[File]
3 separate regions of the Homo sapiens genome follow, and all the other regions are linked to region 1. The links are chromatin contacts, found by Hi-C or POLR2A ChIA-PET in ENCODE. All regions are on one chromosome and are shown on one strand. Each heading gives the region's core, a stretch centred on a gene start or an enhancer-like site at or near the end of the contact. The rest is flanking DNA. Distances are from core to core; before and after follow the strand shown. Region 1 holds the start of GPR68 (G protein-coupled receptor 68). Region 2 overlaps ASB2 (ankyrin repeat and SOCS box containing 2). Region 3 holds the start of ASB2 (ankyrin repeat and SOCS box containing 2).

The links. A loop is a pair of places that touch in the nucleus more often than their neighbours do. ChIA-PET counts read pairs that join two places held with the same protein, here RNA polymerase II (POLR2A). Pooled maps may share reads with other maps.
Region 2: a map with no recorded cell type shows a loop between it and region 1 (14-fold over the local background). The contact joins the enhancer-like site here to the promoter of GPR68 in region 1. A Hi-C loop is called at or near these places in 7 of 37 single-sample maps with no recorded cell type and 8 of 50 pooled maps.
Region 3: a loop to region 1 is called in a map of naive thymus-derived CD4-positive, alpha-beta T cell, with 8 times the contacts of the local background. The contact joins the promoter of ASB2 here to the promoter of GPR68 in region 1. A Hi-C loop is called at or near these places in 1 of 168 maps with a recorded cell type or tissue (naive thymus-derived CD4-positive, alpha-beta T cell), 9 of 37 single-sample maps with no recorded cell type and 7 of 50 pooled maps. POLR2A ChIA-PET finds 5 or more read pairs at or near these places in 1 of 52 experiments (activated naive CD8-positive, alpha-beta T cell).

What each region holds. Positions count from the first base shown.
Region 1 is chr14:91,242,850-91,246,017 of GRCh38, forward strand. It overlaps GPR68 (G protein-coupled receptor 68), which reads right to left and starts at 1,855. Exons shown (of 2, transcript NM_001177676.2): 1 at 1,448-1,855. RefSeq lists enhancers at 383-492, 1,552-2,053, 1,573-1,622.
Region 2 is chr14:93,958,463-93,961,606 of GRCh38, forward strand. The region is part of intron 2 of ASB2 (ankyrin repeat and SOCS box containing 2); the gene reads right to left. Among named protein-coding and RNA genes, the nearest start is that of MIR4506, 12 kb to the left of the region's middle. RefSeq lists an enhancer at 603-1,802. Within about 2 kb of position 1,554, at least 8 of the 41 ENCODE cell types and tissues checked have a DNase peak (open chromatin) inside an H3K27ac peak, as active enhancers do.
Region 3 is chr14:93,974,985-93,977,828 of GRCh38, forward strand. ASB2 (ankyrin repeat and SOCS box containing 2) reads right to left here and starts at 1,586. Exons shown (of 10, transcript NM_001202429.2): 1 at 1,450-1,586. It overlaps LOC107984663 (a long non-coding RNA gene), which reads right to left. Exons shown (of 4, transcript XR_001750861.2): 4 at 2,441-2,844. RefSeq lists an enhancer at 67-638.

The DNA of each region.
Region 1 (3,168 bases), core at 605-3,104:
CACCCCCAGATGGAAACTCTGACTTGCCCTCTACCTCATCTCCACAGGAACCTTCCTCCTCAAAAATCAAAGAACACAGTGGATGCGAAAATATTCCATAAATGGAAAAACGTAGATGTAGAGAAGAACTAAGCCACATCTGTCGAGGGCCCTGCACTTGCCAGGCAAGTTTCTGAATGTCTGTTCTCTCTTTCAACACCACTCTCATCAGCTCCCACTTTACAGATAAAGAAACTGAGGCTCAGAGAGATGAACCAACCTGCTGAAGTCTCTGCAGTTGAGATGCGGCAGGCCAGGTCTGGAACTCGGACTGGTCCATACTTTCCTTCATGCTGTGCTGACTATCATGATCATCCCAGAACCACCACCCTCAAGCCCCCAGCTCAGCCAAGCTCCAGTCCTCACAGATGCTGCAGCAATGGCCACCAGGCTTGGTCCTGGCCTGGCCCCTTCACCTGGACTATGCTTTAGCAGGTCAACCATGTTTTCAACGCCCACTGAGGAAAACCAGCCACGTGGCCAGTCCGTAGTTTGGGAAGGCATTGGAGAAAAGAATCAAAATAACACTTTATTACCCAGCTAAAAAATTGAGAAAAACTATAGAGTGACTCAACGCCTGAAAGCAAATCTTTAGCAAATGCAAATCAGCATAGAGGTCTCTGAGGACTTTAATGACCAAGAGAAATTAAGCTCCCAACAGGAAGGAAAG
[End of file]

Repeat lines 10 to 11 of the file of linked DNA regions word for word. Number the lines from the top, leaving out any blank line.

Region 1 (3,168 bases), core at 605-3,104:
CACCCCCAGATGGAAACTCTGACTTGCCCTCTACCTCATCTCCACAGGAACCTTCCTCCTCAAAAATCAAAGAACACAGTGGATGCGAAAATATTCCATAAATGGAAAAACGTAGATGTAGAGAAGAACTAAGCCACATCTGTCGAGGGCCCTGCACTTGCCAGGCAAGTTTCTGAATGTCTGTTCTCTCTTTCAACACCACTCTCATCAGCTCCCACTTTACAGATAAAGAAACTGAGGCTCAGAGAGATGAACCAACCTGCTGAAGTCTCTGCAGTTGAGATGCGGCAGGCCAGGTCTGGAACTCGGACTGGTCCATACTTTCCTTCATGCTGTGCTGACTATCATGATCATCCCAGAACCACCACCCTCAAGCCCCCAGCTCAGCCAAGCTCCAGTCCTCACAGATGCTGCAGCAATGGCCACCAGGCTTGGTCCTGGCCTGGCCCCTTCACCTGGACTATGCTTTAGCAGGTCAACCATGTTTTCAACGCCCACTGAGGAAAACCAGCCACGTGGCCAGTCCGTAGTTTGGGAAGGCATTGGAGAAAAGAATCAAAATAACACTTTATTACCCAGCTAAAAAATTGAGAAAAACTATAGAGTGACTCAACGCCTGAAAGCAAATCTTTAGCAAATGCAAATCAGCATAGAGGTCTCTGAGGACTTTAATGACCAAGAGAAATTAAGCTCCCAACAGGAAGGAAAG